[Non-text portions of this message have been removed]
                                              • mary.jo11
                                                Although uncomfortable with notions of orthodoxy, I accept this one. The other is nothingness, since it also binds and liberates existential thought. Legal
                                                Message 23 of 26 , Mar 3, 2008
                                                  Although uncomfortable with notions of orthodoxy, I accept this one.
                                                  The other is nothingness, since it also binds and liberates
                                                  existential thought. Legal definitions of when life begins and ends
                                                  are less relevant to the existentialist than personal situation. Mary

                                                  eupraxis@... wrote:

                                                  To the end, Sartre was a committed atheist.
                                                • Exist List Moderator
                                                  ... Not my lexicon, in general. It is a recovery of The New Dictionary of Existentialism, a text from the late 1960s. I have expanded some entries and continue
                                                  Message 24 of 26 , Mar 5, 2008
                                                    On Mar 02, 2008, at 14:13, eupraxis@... wrote:

                                                    > I haven't looked at CS's lexicon, and I will leave aside any remarks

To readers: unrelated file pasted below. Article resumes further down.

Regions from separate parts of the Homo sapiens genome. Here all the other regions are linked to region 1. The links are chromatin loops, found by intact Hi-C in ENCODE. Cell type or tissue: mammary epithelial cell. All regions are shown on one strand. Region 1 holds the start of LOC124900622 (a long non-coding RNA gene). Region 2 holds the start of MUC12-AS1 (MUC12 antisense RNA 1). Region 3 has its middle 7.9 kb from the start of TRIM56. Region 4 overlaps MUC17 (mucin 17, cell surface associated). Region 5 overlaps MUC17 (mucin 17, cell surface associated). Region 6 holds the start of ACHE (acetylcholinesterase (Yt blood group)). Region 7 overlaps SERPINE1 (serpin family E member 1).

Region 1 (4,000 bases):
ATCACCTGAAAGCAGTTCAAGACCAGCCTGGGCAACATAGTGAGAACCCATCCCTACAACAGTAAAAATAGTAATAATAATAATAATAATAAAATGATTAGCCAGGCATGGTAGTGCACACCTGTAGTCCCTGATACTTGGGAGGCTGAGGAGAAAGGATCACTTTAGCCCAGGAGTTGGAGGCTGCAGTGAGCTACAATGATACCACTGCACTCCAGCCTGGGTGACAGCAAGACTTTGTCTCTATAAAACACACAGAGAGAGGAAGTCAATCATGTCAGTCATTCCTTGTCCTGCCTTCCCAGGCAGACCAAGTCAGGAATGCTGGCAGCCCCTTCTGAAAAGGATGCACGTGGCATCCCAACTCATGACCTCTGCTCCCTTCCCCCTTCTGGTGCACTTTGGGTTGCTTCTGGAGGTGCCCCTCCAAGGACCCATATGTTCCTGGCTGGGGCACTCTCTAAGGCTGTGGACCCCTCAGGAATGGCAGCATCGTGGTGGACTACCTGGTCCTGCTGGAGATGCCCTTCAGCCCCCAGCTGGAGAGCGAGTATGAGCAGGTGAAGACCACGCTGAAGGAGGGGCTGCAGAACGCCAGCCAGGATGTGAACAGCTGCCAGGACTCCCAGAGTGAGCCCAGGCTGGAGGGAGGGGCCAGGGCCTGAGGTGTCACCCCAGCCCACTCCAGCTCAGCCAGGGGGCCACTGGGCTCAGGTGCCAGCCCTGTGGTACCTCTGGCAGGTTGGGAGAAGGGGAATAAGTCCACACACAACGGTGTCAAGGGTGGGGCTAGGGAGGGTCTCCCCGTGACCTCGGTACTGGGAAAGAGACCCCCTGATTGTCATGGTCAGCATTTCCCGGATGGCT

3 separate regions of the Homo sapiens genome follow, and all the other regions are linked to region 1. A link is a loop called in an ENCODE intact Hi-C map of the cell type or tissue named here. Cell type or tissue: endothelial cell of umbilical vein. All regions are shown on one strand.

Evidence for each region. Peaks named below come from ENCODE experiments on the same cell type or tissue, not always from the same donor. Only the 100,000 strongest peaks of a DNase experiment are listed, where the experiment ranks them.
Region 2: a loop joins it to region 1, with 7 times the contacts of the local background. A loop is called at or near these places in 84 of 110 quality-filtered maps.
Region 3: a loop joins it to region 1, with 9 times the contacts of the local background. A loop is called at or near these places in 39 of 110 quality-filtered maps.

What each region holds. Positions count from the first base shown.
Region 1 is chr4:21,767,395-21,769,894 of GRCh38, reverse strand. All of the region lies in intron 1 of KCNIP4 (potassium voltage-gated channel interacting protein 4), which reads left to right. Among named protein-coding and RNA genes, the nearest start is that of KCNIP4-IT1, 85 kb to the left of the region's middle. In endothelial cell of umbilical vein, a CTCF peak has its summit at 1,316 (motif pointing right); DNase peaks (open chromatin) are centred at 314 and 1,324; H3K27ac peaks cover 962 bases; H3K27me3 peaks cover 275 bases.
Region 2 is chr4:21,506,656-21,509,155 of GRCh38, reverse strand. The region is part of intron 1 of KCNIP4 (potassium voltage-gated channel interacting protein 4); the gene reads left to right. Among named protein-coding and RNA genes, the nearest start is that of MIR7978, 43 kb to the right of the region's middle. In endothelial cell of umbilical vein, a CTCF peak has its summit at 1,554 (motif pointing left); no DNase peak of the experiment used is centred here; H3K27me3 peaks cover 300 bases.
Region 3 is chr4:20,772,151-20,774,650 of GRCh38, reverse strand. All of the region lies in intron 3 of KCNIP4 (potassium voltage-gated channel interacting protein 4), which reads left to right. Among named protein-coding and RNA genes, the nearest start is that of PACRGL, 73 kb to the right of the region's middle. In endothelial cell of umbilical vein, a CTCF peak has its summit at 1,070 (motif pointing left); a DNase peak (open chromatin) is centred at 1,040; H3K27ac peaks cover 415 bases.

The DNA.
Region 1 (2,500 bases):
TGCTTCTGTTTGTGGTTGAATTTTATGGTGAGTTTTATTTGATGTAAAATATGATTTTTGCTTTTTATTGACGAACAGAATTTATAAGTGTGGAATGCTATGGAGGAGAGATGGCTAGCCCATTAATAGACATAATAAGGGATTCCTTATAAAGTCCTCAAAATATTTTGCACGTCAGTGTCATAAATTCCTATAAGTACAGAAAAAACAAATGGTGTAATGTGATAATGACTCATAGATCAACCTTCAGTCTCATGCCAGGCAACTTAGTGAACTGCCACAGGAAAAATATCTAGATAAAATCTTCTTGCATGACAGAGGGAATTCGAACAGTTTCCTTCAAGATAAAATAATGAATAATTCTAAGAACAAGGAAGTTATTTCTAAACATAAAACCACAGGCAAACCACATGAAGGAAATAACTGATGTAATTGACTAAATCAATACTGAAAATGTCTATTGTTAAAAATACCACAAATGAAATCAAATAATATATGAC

> that
                                                    > interpret Hegel as an otherworldly theorist for now (no, thank me
                                                    > later).


                                                    Not my lexicon, in general. It is a recovery of The New Dictionary of
                                                    Existentialism, a text from the late 1960s. I have expanded some
                                                    entries and continue to do so with quotes directly from the thinkers
                                                    profiled so as to avoid any notion that the definitions are mine or
                                                    any other "expert's" because it is always best to let the author
                                                    define his or her own terms.

                                                    I also note that the same terms were often used in different ways, to
                                                    different ends, by the authors.

                                                    Also... I never read anywhere that someone suggested Sartre renounced
                                                    atheism. That was a curious mention on the list that I skimmed. Wil is
                                                    definitely correct on this matter, based on the contacts I have had
                                                    with historians and biographers. I cannot imagine Sartre as anything
                                                    other than an atheist... just as I can't imagine him ever humble. I
                                                    would cite "Adieux" as my primary source for Sartre's finals days.

                                                    - C. S. Wyatt
                                                    I am what I am at this moment, not what I was and certainly not all
                                                    that I shall be.
                                                    http://www.tameri.com - Tameri Guide for Writers
                                                    http://www.tameri.com/csw/exist - The Existential Primer
                                                  • bhvwd
                                                    ... remarks ... me ... of ... thinkers ... or ... to ... renounced ... is ... had ... anything ... I ... all ... year they appear and youn have seen what you
                                                    Message 25 of 26 , Mar 5, 2008